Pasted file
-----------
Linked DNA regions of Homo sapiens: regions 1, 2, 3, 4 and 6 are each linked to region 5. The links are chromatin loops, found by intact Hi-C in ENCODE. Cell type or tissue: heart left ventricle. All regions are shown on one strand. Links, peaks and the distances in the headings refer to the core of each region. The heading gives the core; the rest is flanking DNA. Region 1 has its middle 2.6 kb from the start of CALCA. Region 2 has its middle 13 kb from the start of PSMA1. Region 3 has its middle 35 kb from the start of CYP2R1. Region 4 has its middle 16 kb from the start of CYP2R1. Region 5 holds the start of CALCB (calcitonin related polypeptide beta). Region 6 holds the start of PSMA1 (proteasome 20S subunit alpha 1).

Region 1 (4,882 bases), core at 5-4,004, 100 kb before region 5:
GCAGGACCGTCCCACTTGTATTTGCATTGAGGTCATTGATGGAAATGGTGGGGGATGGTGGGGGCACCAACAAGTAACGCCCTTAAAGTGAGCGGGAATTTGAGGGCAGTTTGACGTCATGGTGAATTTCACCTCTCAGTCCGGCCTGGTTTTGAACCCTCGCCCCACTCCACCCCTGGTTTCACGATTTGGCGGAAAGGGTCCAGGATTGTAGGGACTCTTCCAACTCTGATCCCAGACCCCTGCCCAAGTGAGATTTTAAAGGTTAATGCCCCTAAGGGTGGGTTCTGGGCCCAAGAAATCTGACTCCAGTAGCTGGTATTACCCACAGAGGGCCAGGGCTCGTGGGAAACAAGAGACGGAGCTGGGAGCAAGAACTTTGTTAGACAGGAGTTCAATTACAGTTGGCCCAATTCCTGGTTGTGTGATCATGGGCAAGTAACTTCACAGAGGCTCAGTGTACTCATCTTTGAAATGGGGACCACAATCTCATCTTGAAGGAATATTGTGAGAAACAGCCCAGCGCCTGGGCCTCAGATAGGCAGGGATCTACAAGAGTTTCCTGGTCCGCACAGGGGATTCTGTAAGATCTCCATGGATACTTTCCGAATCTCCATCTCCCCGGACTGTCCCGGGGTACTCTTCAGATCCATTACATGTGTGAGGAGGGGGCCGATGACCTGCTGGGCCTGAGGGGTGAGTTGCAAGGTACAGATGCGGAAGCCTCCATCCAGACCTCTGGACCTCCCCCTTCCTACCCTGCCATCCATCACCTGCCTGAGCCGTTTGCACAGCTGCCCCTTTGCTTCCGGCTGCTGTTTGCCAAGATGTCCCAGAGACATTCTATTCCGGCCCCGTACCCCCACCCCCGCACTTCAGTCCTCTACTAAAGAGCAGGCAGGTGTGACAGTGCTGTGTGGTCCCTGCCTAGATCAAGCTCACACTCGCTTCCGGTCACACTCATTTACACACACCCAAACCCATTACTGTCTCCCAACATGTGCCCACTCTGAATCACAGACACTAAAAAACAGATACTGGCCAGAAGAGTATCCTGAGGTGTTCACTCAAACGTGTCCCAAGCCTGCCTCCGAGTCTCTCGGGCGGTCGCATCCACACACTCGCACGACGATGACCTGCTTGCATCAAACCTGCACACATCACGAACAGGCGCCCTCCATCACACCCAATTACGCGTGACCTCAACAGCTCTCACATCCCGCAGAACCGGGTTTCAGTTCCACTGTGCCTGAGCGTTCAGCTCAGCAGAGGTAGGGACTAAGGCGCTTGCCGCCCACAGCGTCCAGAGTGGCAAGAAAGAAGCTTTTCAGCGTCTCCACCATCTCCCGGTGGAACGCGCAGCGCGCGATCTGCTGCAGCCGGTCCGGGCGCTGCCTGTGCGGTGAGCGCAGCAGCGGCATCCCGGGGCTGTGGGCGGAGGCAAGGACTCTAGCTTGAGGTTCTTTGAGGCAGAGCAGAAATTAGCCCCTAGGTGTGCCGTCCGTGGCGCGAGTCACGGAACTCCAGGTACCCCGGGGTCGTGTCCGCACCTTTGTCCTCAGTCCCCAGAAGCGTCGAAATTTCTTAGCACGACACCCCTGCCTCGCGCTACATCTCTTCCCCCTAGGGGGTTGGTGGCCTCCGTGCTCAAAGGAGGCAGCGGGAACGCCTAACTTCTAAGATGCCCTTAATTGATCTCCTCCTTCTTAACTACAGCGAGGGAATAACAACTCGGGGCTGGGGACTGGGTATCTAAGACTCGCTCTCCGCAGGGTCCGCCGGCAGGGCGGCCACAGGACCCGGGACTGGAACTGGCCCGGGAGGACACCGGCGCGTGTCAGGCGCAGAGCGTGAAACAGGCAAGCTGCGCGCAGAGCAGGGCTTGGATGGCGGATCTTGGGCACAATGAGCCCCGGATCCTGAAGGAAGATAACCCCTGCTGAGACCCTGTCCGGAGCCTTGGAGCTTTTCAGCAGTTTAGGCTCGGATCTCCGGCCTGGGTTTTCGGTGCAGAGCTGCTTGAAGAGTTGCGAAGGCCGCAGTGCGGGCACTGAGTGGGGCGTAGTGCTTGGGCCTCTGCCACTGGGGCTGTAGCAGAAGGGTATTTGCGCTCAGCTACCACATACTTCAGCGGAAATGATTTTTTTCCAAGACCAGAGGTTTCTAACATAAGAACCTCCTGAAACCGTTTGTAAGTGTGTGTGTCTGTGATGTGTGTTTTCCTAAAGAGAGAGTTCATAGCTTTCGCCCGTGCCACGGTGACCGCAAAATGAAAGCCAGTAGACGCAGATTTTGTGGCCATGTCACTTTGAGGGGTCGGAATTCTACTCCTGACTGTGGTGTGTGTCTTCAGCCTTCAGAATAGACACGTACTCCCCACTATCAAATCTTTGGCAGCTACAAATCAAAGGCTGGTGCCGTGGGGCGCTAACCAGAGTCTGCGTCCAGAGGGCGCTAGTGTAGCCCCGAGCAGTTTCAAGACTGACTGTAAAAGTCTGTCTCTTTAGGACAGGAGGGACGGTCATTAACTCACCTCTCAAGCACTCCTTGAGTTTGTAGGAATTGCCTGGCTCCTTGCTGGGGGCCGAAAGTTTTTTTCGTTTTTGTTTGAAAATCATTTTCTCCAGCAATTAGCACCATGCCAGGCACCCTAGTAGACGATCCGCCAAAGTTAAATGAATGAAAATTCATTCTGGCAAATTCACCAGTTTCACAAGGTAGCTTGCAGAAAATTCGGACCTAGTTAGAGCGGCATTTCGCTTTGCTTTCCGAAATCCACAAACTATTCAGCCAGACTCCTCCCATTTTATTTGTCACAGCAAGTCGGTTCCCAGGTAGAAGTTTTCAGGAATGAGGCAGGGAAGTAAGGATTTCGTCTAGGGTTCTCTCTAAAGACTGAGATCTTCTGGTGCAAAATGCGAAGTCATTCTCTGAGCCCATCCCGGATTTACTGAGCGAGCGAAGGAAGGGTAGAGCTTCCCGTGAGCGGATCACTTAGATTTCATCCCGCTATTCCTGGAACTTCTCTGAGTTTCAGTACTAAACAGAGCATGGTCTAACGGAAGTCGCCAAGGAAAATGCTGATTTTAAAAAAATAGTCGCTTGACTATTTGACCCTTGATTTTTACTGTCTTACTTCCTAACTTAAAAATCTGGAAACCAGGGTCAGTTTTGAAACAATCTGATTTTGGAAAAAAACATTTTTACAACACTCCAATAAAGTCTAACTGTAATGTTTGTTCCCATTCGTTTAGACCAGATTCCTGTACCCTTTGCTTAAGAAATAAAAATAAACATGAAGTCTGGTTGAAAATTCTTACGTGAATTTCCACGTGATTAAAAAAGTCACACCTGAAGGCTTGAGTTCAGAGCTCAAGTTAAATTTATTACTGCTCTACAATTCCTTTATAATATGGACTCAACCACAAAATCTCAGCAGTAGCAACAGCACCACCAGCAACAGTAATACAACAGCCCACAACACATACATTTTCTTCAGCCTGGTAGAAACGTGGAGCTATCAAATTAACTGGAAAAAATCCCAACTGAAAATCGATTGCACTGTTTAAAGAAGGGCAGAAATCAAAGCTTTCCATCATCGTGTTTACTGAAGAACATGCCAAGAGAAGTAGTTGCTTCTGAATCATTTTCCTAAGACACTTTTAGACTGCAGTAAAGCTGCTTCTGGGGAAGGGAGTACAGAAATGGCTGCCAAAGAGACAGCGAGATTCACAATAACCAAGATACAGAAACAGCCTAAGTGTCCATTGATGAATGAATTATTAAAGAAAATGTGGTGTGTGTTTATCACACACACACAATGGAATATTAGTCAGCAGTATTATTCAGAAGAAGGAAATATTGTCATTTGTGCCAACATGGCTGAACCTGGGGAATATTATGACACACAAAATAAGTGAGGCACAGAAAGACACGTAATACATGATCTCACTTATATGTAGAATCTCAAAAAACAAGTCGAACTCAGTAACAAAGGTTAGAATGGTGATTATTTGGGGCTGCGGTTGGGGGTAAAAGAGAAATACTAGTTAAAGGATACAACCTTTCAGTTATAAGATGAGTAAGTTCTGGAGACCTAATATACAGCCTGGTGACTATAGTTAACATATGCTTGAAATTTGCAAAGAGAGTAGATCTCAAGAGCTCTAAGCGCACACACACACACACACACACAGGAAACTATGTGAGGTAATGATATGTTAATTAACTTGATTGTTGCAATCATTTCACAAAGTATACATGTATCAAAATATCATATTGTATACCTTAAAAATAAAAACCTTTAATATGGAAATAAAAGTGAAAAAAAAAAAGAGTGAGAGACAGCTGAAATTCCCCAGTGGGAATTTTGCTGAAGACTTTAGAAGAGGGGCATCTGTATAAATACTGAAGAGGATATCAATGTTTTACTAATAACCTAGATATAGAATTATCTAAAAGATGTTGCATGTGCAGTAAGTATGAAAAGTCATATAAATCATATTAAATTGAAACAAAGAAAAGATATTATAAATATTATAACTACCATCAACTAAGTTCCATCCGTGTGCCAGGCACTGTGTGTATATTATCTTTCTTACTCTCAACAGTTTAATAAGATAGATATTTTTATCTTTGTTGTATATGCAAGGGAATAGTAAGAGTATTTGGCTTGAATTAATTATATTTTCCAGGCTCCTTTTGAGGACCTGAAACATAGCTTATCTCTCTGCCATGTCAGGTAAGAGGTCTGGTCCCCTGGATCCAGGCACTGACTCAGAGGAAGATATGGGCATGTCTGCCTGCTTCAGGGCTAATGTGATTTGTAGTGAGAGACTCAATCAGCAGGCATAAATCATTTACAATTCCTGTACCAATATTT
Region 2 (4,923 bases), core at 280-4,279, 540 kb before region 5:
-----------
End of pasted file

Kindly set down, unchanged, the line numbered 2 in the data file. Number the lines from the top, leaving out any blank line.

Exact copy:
Region 1 (4,882 bases), core at 5-4,004, 100 kb before region 5: